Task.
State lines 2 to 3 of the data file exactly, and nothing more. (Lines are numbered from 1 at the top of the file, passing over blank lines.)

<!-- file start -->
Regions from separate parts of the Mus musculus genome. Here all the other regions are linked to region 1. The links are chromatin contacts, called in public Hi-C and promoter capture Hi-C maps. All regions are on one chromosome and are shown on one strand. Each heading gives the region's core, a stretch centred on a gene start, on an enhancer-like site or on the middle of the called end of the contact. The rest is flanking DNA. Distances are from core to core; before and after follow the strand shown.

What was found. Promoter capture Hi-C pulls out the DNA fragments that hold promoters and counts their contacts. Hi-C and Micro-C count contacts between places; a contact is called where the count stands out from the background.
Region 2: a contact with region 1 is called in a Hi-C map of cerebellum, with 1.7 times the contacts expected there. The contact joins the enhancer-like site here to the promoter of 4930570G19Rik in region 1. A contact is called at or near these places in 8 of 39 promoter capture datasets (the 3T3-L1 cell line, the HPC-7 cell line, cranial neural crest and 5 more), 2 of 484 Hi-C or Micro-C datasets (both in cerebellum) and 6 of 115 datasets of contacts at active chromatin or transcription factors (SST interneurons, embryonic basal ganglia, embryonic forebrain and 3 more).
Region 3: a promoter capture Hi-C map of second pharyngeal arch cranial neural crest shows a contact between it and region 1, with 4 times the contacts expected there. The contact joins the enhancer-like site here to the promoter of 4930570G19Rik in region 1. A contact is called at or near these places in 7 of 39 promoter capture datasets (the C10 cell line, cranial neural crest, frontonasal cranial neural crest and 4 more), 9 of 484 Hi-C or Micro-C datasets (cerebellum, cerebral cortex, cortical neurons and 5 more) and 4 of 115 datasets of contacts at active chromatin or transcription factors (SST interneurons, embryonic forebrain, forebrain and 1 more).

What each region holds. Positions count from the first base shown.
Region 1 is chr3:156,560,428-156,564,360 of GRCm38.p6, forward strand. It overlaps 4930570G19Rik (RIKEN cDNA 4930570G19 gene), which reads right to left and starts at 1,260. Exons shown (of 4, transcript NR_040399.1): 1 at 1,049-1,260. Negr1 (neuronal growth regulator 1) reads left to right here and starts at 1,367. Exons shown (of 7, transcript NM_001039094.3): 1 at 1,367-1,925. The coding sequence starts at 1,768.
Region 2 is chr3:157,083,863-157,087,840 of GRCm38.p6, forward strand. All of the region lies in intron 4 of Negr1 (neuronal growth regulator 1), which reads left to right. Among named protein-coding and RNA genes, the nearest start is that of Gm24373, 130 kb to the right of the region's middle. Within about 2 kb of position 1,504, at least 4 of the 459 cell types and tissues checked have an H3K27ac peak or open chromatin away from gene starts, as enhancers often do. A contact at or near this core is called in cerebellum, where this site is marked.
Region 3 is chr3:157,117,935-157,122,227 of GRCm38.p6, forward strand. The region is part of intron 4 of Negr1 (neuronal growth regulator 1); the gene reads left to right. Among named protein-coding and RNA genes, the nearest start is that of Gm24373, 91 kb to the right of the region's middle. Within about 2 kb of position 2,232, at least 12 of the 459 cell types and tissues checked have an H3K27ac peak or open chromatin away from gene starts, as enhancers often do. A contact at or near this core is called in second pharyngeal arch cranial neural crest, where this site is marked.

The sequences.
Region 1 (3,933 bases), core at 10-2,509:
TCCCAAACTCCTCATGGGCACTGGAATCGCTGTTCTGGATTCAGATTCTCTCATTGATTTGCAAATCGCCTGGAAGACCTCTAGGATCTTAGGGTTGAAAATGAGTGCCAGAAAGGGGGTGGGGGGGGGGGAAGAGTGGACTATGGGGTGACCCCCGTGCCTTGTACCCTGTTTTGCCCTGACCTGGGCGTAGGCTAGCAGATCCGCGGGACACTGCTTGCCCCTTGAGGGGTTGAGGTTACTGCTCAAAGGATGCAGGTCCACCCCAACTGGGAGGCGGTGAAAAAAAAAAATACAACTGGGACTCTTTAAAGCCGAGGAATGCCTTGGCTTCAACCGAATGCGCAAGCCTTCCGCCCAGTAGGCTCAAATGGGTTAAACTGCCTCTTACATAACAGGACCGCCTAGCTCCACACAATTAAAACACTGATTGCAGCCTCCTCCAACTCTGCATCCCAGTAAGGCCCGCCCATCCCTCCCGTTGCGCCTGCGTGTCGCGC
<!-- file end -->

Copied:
What was found. Promoter capture Hi-C pulls out the DNA fragments that hold promoters and counts their contacts. Hi-C and Micro-C count contacts between places; a contact is called where the count stands out from the background.
Region 2: a contact with region 1 is called in a Hi-C map of cerebellum, with 1.7 times the contacts expected there. The contact joins the enhancer-like site here to the promoter of 4930570G19Rik in region 1. A contact is called at or near these places in 8 of 39 promoter capture datasets (the 3T3-L1 cell line, the HPC-7 cell line, cranial neural crest and 5 more), 2 of 484 Hi-C or Micro-C datasets (both in cerebellum) and 6 of 115 datasets of contacts at active chromatin or transcription factors (SST interneurons, embryonic basal ganglia, embryonic forebrain and 3 more).